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Results 1-20 of 1,006 for national minimum wage

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Upcoming Business – Commons: General Committee (13 October 2014)

Second Delegated Legislation Committee: Draft National Minimum Wage (Amendment) (No. 3) Regulations 2014. 4:30 pm; Room 11, Palace of Westminster

Northern Ireland Assembly: Oral Answers to Questions: Living Wage:  NICVA Report (16 September 2014)

Stephen Farry: It is important that we approach the issue of the living wage with a degree of caution. I encourage employers to consider the living wage. It is important that people are paid well. I think that we need to be slightly cautious about where we would go for a degree of compulsion for employers to pay a living wage. The first thing that we have to do is recognise that the...

Written Answers — Treasury: Minimum Wage (12 September 2014)

David Gauke: The Government takes the enforcement of National Minimum Wage (NMW) very seriously and HMRC enforce NMW legislation on behalf of the Department for Business, Innovation and Skills (BIS) and has done so since the introduction of NMW in April 1999. The vast majority of employers obey the law and pay their employees at least the national minimum wage. HMRC investigates all complaints made about...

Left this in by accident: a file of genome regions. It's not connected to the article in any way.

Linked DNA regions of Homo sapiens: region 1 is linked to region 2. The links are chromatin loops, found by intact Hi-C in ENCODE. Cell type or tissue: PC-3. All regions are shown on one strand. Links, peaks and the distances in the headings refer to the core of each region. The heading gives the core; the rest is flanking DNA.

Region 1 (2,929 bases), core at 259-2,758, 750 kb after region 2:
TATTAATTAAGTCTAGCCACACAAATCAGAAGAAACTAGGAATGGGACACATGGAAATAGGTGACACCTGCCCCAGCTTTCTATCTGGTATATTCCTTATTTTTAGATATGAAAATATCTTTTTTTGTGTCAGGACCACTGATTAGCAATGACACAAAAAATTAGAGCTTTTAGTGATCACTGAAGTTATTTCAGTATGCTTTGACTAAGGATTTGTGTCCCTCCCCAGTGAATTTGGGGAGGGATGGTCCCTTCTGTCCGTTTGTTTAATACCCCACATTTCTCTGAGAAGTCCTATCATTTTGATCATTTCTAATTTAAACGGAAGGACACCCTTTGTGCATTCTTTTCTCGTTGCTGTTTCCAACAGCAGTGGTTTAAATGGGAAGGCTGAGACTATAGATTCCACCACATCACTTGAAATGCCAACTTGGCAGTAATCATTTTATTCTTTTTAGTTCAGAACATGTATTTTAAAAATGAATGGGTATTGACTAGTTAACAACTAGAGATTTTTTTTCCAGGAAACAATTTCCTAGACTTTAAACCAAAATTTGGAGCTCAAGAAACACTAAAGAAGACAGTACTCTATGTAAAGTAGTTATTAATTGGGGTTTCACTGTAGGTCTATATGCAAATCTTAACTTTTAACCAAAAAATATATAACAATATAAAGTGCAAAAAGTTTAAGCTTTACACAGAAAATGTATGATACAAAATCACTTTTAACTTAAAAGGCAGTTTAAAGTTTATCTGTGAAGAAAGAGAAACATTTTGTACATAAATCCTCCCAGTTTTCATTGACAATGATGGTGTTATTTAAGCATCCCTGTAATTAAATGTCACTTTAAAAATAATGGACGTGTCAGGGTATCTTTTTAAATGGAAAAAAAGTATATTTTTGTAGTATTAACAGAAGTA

Oral Answers to Questions — Business, Innovation and Skills: Minimum Wage (11 September 2014) See 1 other result from this debate

Vincent Cable: Since 2010, the national minimum wage has increased faster than average earnings. From 1 October, the adult rate will rise above inflation to 6.50, giving more than 1 million workers the biggest cash increase in their take-home pay since 2008. Last year, I asked the Low Pay Commission to look at the conditions needed for faster increases. It concluded that we are in a new phase of year...

Written Answers — Business, Innovation and Skills: Minimum Wage (11 September 2014)

Stephen Timms: ...State for Business, Innovation and Skills how many employers have been issued with a Notice of Underpayment since 1 October 2013; and of those how many have been identified under the Department's national minimum wage naming scheme.